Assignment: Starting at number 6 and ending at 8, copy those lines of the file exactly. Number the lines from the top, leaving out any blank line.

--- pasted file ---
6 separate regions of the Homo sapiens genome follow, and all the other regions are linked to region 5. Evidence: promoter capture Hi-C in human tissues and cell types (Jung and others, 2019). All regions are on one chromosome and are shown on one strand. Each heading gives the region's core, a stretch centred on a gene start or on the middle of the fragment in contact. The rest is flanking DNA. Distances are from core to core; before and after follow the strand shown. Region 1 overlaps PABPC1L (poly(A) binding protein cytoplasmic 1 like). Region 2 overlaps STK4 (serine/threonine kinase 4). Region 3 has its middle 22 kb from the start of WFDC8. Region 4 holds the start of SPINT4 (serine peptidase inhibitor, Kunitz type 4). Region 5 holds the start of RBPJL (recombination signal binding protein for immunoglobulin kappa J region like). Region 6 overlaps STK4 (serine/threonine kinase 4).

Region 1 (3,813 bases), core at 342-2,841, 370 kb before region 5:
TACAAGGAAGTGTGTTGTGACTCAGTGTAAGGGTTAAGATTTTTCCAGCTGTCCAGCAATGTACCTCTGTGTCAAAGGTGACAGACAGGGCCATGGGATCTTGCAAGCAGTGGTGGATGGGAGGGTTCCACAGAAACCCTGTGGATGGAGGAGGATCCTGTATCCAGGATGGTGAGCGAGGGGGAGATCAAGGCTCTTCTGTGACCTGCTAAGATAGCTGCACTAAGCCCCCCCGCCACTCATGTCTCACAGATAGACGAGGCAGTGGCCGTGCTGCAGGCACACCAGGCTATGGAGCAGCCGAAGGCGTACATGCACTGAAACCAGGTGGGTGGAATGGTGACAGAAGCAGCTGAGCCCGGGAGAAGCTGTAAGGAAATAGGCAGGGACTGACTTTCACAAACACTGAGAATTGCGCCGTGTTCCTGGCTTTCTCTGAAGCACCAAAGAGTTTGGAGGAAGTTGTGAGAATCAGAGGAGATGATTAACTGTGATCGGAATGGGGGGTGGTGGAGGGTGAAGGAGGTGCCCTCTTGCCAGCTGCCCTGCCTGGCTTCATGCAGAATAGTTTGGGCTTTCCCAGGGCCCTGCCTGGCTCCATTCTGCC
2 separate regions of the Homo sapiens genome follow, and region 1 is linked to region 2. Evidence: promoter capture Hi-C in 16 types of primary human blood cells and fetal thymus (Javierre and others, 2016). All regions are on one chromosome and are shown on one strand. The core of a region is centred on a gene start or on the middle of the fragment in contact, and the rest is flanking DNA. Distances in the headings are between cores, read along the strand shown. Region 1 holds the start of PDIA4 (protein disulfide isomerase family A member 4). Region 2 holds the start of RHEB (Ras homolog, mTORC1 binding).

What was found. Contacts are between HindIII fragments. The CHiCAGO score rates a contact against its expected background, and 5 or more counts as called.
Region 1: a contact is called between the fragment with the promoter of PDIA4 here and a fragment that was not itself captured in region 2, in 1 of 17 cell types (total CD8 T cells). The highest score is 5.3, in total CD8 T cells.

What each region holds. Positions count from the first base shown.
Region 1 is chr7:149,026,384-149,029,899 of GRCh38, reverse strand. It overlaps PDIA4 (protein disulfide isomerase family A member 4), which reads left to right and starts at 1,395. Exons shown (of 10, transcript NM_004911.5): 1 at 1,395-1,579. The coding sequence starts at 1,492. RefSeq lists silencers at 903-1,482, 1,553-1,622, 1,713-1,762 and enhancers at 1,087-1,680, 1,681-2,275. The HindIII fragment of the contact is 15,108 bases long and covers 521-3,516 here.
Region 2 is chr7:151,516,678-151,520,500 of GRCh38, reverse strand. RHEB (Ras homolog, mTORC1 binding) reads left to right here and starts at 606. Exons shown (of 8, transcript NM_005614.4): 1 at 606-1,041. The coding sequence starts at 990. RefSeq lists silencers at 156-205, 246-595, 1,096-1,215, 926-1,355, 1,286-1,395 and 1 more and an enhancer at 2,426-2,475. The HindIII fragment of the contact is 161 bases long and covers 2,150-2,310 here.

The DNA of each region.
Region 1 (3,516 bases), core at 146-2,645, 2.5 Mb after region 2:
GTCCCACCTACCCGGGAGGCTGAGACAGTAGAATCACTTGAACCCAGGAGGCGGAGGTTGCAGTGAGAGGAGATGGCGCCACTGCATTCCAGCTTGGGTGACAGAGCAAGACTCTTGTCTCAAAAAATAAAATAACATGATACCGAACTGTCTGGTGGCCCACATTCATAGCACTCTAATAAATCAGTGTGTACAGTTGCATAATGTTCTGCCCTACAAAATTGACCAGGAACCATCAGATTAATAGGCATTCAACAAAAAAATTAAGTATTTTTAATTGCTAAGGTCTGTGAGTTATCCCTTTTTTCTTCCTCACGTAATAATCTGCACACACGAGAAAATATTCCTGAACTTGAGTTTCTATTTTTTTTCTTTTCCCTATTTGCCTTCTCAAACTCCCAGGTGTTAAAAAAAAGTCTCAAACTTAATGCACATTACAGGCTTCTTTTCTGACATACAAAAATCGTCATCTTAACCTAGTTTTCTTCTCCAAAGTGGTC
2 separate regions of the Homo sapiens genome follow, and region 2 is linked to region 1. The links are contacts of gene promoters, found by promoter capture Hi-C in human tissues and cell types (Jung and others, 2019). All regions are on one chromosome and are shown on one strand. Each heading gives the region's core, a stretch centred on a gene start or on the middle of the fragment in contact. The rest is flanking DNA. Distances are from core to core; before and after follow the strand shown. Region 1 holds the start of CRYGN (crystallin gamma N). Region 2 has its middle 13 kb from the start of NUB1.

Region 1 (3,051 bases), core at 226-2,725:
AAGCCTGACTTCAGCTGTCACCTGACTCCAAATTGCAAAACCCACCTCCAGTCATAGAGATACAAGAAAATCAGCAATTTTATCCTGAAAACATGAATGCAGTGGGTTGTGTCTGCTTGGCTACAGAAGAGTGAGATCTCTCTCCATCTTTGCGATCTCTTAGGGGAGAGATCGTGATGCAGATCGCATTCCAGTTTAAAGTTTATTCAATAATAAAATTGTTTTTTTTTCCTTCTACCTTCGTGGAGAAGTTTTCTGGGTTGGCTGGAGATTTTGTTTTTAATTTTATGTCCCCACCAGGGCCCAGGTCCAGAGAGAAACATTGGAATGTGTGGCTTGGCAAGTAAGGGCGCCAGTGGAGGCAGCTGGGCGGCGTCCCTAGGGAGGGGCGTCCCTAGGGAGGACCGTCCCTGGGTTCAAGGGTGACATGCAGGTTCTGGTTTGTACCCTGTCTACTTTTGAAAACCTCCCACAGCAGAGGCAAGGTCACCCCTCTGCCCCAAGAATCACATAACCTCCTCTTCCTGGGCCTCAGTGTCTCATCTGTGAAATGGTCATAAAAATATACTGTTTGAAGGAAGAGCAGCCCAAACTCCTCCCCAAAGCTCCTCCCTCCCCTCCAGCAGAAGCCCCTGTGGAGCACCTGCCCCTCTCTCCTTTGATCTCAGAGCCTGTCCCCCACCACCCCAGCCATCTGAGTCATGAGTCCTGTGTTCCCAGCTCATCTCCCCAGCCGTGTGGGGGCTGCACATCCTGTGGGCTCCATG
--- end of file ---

Region 1: a contact is called between the fragment with the promoter of PDIA4 here and a fragment that was not itself captured in region 2, in 1 of 17 cell types (total CD8 T cells). The highest score is 5.3, in total CD8 T cells.

What each region holds. Positions count from the first base shown.
Region 1 is chr7:149,026,384-149,029,899 of GRCh38, reverse strand. It overlaps PDIA4 (protein disulfide isomerase family A member 4), which reads left to right and starts at 1,395. Exons shown (of 10, transcript NM_004911.5): 1 at 1,395-1,579. The coding sequence starts at 1,492. RefSeq lists silencers at 903-1,482, 1,553-1,622, 1,713-1,762 and enhancers at 1,087-1,680, 1,681-2,275. The HindIII fragment of the contact is 15,108 bases long and covers 521-3,516 here.